Do you have a desire to come to America; is it a market you'd like to break into?

Neil: Yes, there are lots of people in America, and they buy lots of records. I think the Americans deserve us.


Neil: Because they have so much awful music, there (laughs) We've basically been pissed on by the music business in America; nobody wanted to release our records. But now we've finally got a record company and we're hoping to release this album there in the autumn and hopefully tour.

If you come back to the States, will you tour as a full band this time?

Neil: If you give us the money! (laughs) Obviously with the way this album sounds and the way we sound on stage, it's kind of important to have everybody there, but it's all about finances, really.

Ivor: And it takes a while if you go out there as well, unless you're big superstars like... Queen.

Neil: Or U2.

Would you like to be as big as Queen or U2?

Neil: YEAH!!

Ivor: It's not about making money.

Neil: It's about taking it as far as it will go. It would be fun to be that big, just so you could destroy it. You know, build it up to tear it down, but we're just gonna keep plugging away and doing what we have to do.

Ivor: Staying alive I think it's called.

Is there a goal you want to achieve in regards to fame in the music business?

Neil: Fame is an illusion. It's about making the best records you can.

Ivor: It's about making music. Musically, we'd like to achieve something new.

Neil: Yeah, if you really like and believe in the music you make, obviously you want that music to be heard everywhere and for people to get off on it. I've never understood people who write songs and don't want them to be heard by anyone else. It's weird.

When you play the songs on Regeneration now that you've been on tour for a few months, do they still sound fresh?

Neil: I think it's a facet of these songs and this album that they don't become boring really quickly. There's a lot of room to breathe in the music. We can all expand upon the things we're playing. Whereas in the old days, it was quite rigid and structured and there wasn't a lot we could do. So it did become a little boring after a while.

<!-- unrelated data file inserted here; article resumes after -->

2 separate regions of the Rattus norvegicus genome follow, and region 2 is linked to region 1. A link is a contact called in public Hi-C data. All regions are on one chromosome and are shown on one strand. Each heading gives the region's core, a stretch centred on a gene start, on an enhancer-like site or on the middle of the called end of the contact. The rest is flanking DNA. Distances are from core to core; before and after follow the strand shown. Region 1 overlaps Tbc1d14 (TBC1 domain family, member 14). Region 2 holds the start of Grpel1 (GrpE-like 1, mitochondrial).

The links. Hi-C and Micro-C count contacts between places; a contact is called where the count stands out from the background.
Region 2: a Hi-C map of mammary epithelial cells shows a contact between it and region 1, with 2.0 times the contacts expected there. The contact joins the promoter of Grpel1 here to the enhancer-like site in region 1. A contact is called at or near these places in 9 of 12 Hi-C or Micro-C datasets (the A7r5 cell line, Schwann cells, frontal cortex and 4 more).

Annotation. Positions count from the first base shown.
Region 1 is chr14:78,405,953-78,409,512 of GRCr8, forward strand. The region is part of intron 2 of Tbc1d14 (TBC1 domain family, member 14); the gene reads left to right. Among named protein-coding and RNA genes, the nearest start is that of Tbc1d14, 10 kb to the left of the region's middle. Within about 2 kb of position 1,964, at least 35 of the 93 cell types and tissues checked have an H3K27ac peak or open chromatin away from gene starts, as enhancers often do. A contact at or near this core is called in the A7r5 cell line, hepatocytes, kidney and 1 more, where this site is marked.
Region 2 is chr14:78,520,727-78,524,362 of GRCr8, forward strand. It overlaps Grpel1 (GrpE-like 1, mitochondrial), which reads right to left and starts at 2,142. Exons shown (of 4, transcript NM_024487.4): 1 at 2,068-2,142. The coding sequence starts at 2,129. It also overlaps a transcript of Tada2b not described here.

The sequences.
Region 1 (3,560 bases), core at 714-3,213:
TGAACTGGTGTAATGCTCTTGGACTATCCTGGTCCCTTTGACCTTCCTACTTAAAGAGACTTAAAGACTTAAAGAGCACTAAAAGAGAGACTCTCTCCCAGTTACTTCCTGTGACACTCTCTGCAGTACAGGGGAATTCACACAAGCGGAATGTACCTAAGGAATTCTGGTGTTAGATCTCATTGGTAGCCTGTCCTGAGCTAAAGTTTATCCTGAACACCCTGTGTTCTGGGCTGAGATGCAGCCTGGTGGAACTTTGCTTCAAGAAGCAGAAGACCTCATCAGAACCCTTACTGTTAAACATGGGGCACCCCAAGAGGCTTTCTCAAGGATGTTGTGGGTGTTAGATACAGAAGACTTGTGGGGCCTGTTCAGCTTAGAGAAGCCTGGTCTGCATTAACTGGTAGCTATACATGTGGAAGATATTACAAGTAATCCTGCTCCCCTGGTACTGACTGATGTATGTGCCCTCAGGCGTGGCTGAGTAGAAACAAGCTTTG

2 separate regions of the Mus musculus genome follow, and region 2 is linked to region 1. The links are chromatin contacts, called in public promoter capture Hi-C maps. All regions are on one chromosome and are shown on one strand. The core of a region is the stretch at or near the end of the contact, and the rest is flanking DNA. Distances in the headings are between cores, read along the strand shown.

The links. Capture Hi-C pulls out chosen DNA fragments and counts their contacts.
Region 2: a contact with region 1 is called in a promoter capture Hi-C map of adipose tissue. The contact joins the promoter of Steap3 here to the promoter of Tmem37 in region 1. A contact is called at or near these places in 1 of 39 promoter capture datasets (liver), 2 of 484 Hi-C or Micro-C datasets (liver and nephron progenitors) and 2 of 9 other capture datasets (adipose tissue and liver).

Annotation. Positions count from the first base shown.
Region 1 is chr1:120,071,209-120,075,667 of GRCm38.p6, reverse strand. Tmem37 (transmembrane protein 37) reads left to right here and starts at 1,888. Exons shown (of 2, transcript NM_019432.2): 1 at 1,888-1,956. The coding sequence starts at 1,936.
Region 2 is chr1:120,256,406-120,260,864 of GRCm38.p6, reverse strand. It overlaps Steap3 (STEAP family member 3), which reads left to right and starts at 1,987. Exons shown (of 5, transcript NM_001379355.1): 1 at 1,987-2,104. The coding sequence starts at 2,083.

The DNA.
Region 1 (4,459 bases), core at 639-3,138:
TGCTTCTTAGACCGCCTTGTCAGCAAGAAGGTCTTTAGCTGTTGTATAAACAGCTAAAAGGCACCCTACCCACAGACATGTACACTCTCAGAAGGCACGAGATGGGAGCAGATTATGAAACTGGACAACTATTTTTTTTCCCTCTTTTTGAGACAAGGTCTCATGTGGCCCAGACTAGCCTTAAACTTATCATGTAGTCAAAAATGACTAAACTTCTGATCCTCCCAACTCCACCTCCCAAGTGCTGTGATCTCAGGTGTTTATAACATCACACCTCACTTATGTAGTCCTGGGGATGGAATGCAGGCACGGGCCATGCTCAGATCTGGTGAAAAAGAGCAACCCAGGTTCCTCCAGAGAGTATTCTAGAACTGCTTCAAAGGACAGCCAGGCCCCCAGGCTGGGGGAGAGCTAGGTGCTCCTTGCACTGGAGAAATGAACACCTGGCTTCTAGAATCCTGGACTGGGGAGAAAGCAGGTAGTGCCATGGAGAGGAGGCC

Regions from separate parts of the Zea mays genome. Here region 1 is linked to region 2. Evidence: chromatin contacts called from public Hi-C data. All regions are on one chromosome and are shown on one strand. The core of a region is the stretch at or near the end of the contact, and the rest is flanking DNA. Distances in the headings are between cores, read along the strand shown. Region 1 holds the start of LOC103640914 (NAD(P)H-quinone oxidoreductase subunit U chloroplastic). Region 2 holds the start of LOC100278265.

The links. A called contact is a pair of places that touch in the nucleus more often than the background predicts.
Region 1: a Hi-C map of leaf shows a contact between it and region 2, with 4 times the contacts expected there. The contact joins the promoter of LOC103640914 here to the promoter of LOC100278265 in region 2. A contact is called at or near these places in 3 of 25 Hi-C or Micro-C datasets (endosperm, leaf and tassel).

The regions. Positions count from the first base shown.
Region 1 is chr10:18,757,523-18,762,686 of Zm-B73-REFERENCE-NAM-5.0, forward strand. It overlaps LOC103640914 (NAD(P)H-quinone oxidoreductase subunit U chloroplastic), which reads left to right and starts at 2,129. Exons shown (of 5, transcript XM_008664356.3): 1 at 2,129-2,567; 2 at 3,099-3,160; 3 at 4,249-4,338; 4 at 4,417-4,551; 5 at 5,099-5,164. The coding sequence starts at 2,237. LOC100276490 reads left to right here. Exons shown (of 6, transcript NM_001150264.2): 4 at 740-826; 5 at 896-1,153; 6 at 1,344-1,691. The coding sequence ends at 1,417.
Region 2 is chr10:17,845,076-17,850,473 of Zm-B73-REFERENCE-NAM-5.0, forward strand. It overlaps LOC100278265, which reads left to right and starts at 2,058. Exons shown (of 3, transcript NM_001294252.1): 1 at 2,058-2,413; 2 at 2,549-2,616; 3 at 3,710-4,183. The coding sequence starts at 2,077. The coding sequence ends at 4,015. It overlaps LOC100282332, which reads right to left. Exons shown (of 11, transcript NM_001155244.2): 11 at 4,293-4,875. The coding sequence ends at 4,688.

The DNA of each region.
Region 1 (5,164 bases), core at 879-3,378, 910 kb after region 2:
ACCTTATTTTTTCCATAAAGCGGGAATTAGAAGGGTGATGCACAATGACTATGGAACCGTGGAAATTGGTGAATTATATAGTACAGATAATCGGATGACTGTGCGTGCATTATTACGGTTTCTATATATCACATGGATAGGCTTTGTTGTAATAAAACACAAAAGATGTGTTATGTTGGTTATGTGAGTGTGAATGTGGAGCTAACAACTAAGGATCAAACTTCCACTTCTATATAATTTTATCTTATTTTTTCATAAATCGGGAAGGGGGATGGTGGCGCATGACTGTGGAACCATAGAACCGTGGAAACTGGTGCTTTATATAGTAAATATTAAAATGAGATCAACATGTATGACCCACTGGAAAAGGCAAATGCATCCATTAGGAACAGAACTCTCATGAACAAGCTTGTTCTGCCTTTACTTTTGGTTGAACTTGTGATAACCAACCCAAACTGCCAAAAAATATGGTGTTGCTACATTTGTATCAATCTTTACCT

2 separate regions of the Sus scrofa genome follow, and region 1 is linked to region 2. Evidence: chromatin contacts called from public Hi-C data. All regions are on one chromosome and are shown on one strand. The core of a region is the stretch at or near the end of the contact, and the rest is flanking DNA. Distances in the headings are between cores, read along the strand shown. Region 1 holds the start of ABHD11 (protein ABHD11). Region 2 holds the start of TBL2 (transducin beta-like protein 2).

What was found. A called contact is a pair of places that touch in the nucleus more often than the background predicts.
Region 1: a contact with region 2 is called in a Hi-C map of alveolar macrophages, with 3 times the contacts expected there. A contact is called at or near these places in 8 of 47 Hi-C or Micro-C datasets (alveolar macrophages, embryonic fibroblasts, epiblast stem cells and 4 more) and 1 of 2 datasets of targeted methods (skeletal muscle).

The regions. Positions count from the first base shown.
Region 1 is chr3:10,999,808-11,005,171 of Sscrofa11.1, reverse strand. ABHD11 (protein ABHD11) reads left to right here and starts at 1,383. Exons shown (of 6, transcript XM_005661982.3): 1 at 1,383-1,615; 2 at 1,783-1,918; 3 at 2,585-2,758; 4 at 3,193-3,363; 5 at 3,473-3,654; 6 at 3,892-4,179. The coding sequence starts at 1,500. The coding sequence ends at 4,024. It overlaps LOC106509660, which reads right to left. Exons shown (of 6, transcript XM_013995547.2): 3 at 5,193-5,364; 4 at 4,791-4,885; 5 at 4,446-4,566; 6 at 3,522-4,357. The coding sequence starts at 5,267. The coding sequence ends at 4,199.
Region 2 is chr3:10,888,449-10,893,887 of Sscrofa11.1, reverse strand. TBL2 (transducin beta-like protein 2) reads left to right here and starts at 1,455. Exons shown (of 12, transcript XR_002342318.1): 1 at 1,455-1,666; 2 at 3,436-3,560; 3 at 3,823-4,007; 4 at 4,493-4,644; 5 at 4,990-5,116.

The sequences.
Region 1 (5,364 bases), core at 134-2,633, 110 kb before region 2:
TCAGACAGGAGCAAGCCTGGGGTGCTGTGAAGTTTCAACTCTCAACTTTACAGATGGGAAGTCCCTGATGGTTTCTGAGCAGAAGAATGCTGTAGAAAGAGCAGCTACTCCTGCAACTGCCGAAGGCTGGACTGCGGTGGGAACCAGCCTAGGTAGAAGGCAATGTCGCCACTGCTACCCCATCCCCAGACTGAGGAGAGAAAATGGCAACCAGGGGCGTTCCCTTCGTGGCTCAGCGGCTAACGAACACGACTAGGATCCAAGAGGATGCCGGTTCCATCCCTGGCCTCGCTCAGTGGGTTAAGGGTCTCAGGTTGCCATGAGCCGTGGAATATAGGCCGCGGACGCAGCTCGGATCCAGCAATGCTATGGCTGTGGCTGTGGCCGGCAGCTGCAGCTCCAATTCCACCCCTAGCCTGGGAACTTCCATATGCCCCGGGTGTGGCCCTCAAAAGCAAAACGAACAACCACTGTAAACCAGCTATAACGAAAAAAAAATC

Finally, do you love what you do?

Ivor: Yeah, most definitely.

Neil: I didn't really love it at six o'clock this morning when we had to get on the plane, but generally, yes.

Amusingly enough, I shared interview time with two adorable French girls (who asked Neil such probing questions as "What's your favorite color?" It's green, by the way, at least that's what it was when he was twelve.) After that earth-shattering revelation, Neil and Ivor bid adieu and head over to the stage, but there's a delay because, as one Divine Comedy roadie put it, 'The French PA is a piece of shite.' When they finally emerge, they're forty minutes late, and it appears that Hannon has spent those forty minutes drinking, heavily. In spite of Neil's slightly altered state, and perhaps because of it, the set is amazing. After beginning with a subdued version of "Love What You Do", they bounce their way through an infectiously jolly "Tonight We Fly". Hannon sings his heart out on "Bad Ambassador", and even flubbed lyrics can't dampen the spirit of "Thrillseeker".

Unlike many other indie bands, The Divine Comedy has the ability to play almost any type of song. "Generation Sex" has a swingin' sixties feel, and "Sweden" absolutely rocks in the style Kurt Weil. Joby Talbot and Pinkie Bates juggle recorders, keyboards, and synthesizers, while Rob Farrer plays xylophone, tambourine and guitar. He even bangs a gong, literally. Although the sound quality is awful, the energy and exuberance of the band transcend the technical difficulties. Hannon ditches the guitar in favor of a can of beer, which he promptly spills on himself, during "Perfect Lovesong", and he brandishes a wicked tambourine during "The Pop Singer's Fear of the Pollen Count". Farrer and Mills are all smiles, they're laughing at Neil, not with him, and it's a pleasure to see a band that truly enjoys playing live. The crowd moans its discontent when Neil announces that the next song will be their last, but the blindingly raucous crescendo of Ivor Talbot's guitar on "Regeneration" sets the crowd reeling.

As the final note cascades over the crowd, the seven men that make up the Divine Comedy set down their instruments and wave goodbye. The crowd cheers for more, but alas, the band has already passed into a waiting van in order to return home for some much needed rest. However, the final lyrics of "Regeneration" sum it up best: "It's only just begun."

Destiny Lilly